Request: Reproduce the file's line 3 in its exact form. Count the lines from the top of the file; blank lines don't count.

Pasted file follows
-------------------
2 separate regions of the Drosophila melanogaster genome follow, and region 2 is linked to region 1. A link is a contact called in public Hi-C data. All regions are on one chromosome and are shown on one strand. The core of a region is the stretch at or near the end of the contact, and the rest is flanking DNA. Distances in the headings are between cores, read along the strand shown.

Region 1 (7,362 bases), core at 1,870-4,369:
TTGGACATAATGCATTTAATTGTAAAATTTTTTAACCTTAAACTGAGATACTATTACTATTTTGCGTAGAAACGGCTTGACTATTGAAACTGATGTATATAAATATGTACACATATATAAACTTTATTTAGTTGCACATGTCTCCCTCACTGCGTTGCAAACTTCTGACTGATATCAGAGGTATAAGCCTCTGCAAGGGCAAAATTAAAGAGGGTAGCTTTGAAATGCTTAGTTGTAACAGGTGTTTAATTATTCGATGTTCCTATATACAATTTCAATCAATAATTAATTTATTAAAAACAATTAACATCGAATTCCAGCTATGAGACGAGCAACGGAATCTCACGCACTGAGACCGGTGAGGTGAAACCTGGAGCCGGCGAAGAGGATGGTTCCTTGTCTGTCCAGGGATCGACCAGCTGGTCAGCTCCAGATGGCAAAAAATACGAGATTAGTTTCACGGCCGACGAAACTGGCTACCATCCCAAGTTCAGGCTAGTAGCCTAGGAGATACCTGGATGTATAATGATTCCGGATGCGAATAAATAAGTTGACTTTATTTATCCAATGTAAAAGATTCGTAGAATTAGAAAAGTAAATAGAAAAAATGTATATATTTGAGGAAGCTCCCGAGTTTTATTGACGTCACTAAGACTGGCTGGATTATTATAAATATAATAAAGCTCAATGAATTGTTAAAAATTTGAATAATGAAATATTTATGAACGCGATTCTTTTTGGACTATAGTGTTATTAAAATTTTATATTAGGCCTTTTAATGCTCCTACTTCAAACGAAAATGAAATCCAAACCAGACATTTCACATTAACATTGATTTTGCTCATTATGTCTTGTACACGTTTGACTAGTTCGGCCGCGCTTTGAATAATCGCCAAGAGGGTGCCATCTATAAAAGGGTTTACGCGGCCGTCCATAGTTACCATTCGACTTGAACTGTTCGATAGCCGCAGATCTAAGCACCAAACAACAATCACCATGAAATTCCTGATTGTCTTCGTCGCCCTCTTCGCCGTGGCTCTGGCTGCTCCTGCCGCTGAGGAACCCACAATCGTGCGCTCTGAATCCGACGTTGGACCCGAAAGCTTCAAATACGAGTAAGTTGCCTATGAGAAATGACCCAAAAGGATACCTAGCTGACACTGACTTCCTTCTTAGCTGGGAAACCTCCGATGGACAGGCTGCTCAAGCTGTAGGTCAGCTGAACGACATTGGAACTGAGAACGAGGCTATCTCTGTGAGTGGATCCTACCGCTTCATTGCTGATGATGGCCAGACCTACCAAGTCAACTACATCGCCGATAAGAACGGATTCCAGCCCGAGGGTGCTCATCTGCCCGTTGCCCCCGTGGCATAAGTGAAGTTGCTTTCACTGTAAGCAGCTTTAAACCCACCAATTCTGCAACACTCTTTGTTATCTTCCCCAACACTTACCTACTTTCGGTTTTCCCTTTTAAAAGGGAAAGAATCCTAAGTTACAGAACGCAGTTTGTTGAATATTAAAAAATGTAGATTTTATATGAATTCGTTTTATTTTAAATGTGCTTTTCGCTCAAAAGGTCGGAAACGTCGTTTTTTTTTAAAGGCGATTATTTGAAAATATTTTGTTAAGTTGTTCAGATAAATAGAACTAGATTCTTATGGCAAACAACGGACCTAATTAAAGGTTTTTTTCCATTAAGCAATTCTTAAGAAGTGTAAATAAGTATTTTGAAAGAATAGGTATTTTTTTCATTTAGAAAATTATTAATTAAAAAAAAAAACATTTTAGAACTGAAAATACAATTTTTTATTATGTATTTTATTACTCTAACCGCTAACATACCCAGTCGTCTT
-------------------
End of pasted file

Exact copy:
TTGGACATAATGCATTTAATTGTAAAATTTTTTAACCTTAAACTGAGATACTATTACTATTTTGCGTAGAAACGGCTTGACTATTGAAACTGATGTATATAAATATGTACACATATATAAACTTTATTTAGTTGCACATGTCTCCCTCACTGCGTTGCAAACTTCTGACTGATATCAGAGGTATAAGCCTCTGCAAGGGCAAAATTAAAGAGGGTAGCTTTGAAATGCTTAGTTGTAACAGGTGTTTAATTATTCGATGTTCCTATATACAATTTCAATCAATAATTAATTTATTAAAAACAATTAACATCGAATTCCAGCTATGAGACGAGCAACGGAATCTCACGCACTGAGACCGGTGAGGTGAAACCTGGAGCCGGCGAAGAGGATGGTTCCTTGTCTGTCCAGGGATCGACCAGCTGGTCAGCTCCAGATGGCAAAAAATACGAGATTAGTTTCACGGCCGACGAAACTGGCTACCATCCCAAGTTCAGGCTAGTAGCCTAGGAGATACCTGGATGTATAATGATTCCGGATGCGAATAAATAAGTTGACTTTATTTATCCAATGTAAAAGATTCGTAGAATTAGAAAAGTAAATAGAAAAAATGTATATATTTGAGGAAGCTCCCGAGTTTTATTGACGTCACTAAGACTGGCTGGATTATTATAAATATAATAAAGCTCAATGAATTGTTAAAAATTTGAATAATGAAATATTTATGAACGCGATTCTTTTTGGACTATAGTGTTATTAAAATTTTATATTAGGCCTTTTAATGCTCCTACTTCAAACGAAAATGAAATCCAAACCAGACATTTCACATTAACATTGATTTTGCTCATTATGTCTTGTACACGTTTGACTAGTTCGGCCGCGCTTTGAATAATCGCCAAGAGGGTGCCATCTATAAAAGGGTTTACGCGGCCGTCCATAGTTACCATTCGACTTGAACTGTTCGATAGCCGCAGATCTAAGCACCAAACAACAATCACCATGAAATTCCTGATTGTCTTCGTCGCCCTCTTCGCCGTGGCTCTGGCTGCTCCTGCCGCTGAGGAACCCACAATCGTGCGCTCTGAATCCGACGTTGGACCCGAAAGCTTCAAATACGAGTAAGTTGCCTATGAGAAATGACCCAAAAGGATACCTAGCTGACACTGACTTCCTTCTTAGCTGGGAAACCTCCGATGGACAGGCTGCTCAAGCTGTAGGTCAGCTGAACGACATTGGAACTGAGAACGAGGCTATCTCTGTGAGTGGATCCTACCGCTTCATTGCTGATGATGGCCAGACCTACCAAGTCAACTACATCGCCGATAAGAACGGATTCCAGCCCGAGGGTGCTCATCTGCCCGTTGCCCCCGTGGCATAAGTGAAGTTGCTTTCACTGTAAGCAGCTTTAAACCCACCAATTCTGCAACACTCTTTGTTATCTTCCCCAACACTTACCTACTTTCGGTTTTCCCTTTTAAAAGGGAAAGAATCCTAAGTTACAGAACGCAGTTTGTTGAATATTAAAAAATGTAGATTTTATATGAATTCGTTTTATTTTAAATGTGCTTTTCGCTCAAAAGGTCGGAAACGTCGTTTTTTTTTAAAGGCGATTATTTGAAAATATTTTGTTAAGTTGTTCAGATAAATAGAACTAGATTCTTATGGCAAACAACGGACCTAATTAAAGGTTTTTTTCCATTAAGCAATTCTTAAGAAGTGTAAATAAGTATTTTGAAAGAATAGGTATTTTTTTCATTTAGAAAATTATTAATTAAAAAAAAAAACATTTTAGAACTGAAAATACAATTTTTTATTATGTATTTTATTACTCTAACCGCTAACATACCCAGTCGTCTT